Close associates of former President Daniel Moi have received Sh1.4 billion for selling a majority stake in Transnational Bank to a top Nigerian lender.
Regulatory filings seen by the Business Daily show the Nigerian tier one lender Access Bank paid the amount to close the deal for the Kenyan bank linked with persons who were close to Mr Moi, who died in February.
The closure of the deal now paves the way for Access Bank, owned by business mogul Herbert Wigwe, to inject additional capital in Transnational, which had 0.25 percent stake in December 2018, as it seeks a return to profitability.
The price is a discount given that shareholders’ fund-- the amount of money Transnational could return to shareholders if all assets were converted to cash and all debts paid off -- stood at Sh1.82 billion at the end of March.
Top owners of the 36-year-old Kenyan bank with 28 branches were companies owned by close associates of the late Moi, including Joshua Kulei, Simeon Nyachae and the former Vice President George Saitoti.
The Competition Authority of Kenya (CAK) and the Central Bank of Kenya (CBK) early January endorsed the deal that gives Access Bank a 97 percent stake in Transnational. The bank is the largest in Nigeria with assets worth Sh1.17 trillion.
Access Bank CEO Herbert Wigwe had said the lender would buy in cash and inject fresh capital into Transnational.
“It will be paid for in cash so we have taken out the existing shareholders and we will basically inject a bit more equity into the institution,” Mr Wigwe said in a recent transcript of a conference call.
Sovereign Trust, a company associated with Mr Kulei, a former aide of the ex-President, held 23.03 per cent shareholding in Transnational.
Simbi Investors, linked with Mr Nyachae, a former Cabinet minister during Mr Moi’s administration, held 8.2 million shares or 4.11 percent of the bank.
Losupuk Ltd, associated with the late former vice President George Saitoti, holds 2.79 per cent. The bank’s chairman has been Henry Kiptiony Kiplangat, who is also the vice-chancellor of Kabarak University, an institution owned by the Moi family.
Andre DeSimone, formerly CEO of Kestrel Capital, was also a director at Transnational but retired in December 2018.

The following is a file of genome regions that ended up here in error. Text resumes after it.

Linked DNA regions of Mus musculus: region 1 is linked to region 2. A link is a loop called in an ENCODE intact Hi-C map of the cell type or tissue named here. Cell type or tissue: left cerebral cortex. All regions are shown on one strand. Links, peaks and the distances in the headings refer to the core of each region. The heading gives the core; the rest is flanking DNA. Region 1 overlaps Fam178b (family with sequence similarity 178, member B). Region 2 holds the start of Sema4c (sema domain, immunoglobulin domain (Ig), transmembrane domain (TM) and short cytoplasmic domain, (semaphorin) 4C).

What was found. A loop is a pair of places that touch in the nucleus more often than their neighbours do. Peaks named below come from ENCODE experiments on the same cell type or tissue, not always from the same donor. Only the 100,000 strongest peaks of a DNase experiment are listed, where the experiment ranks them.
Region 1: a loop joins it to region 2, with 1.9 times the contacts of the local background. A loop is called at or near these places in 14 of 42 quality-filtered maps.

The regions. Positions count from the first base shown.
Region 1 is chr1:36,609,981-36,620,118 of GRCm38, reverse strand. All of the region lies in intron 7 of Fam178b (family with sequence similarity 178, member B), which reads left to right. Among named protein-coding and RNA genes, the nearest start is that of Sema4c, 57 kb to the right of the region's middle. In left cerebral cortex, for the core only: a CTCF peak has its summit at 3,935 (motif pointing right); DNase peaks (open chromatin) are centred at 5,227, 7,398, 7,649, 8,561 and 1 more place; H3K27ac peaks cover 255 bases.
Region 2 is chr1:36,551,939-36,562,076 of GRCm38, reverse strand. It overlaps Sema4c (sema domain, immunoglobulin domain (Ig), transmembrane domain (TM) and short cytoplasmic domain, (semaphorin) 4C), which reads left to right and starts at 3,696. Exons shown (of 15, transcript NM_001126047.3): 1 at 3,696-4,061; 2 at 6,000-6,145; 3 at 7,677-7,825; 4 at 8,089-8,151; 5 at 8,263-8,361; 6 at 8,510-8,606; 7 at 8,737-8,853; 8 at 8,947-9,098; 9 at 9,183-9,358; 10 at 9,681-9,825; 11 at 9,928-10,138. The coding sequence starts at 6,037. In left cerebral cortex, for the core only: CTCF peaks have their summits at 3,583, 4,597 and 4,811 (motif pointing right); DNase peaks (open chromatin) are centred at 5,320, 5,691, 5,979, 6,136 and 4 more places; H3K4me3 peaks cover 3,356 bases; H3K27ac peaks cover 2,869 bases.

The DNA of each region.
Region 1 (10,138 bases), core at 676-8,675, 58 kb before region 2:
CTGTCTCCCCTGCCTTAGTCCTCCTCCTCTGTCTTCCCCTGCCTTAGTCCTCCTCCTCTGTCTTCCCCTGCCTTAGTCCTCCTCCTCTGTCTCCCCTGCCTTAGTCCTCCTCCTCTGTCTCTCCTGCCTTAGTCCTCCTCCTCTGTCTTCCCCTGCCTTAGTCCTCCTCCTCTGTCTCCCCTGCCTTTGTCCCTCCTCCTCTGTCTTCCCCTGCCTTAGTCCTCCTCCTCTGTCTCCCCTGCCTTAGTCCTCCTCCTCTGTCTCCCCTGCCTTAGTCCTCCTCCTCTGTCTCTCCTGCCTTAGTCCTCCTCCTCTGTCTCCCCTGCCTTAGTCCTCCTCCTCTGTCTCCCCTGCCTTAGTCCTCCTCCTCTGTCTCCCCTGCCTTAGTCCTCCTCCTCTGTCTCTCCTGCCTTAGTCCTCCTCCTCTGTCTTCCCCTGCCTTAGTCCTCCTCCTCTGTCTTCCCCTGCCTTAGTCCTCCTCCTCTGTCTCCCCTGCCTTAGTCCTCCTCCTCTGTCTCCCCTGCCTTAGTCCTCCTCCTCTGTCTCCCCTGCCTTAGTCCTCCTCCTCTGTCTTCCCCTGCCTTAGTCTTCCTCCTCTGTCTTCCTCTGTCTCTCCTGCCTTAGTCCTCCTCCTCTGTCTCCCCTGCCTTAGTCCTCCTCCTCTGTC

Kestrel Capital is linked to the late Nicholas Biwott, who was a powerful minister in the Moi administration.
Other major shareholders are listed as Archers and Wilcock Ltd with a 23.75 percent stake, and Kenyerere Ltd — associated with Jared Kangwana — with 2.15 per cent stake.
Mr Kangwana last year got approval to raise his stake in Maisha Microfinance Bank beyond 25 percent. He is also associated with Monarch Group, which owns Monarch Insurance and a number of real estate properties.
In total, Transnational had 18 corporate shareholders (51.4 percent) and 17 individual shareholders with a stake of 48.6 percent, all locally based.
WikiLeaks, a London-based organisation, published a 2007 report in which forensic auditors Kroll Inc linked the bank to Sh21.4 billion ($200 million) money laundering.
“An estimated $200 million of Abacha money was laundered through Kenya, using Transnational Bank and its Nostro accounts held in Frankfurt and other jurisdictions. This money was parked in off-shore accounts,” the leaked Kroll report said.
Transnational, with assets worth Sh9.7 billion, made a loss of Sh83.9 million in the financial year ended December 2019, worse from a loss of Sh71.8 million the previous year.
At the end of 2018, it disclosed that it held Sh24.7 million deposits by companies controlled by directors or their families. Deposits by companies related through control by a common shareholder or their families hit Sh1.42 billion.
The small lender started off as Transnational Finance in 1984, a non-bank, deposit-taking institution that also provided hire purchase services and other loans.
It established a separate fully fledged bank in 1985 dubbed Trans National Bank Ltd. The two financial firms merged in 1996, and Transnational Finance ceased to exist.
The buyout by Access has deepened the presence of Nigerian banks in Kenya with United Bank of Africa (UBA) and Guarantee Trust Bank already in the market. The Kenyan banking sector has witnessed increased interest in the last seven years, with mergers and acquisitions happening.
Egypt’s largest private lender Commercial International Bank in April received CBK’s nod to acquire a controlling stake in Mayfair Bank.
Other banks that have been acquired in the last seven years include Fina Bank, Giro Commercial, Oriental Commercial, Fidelity, Chase Bank, Imperial Bank and National Bank of Kenya. NIC and CBA groups last year merged to form NCBA group, marking one of the recent largest deals in the Kenyan banking sector.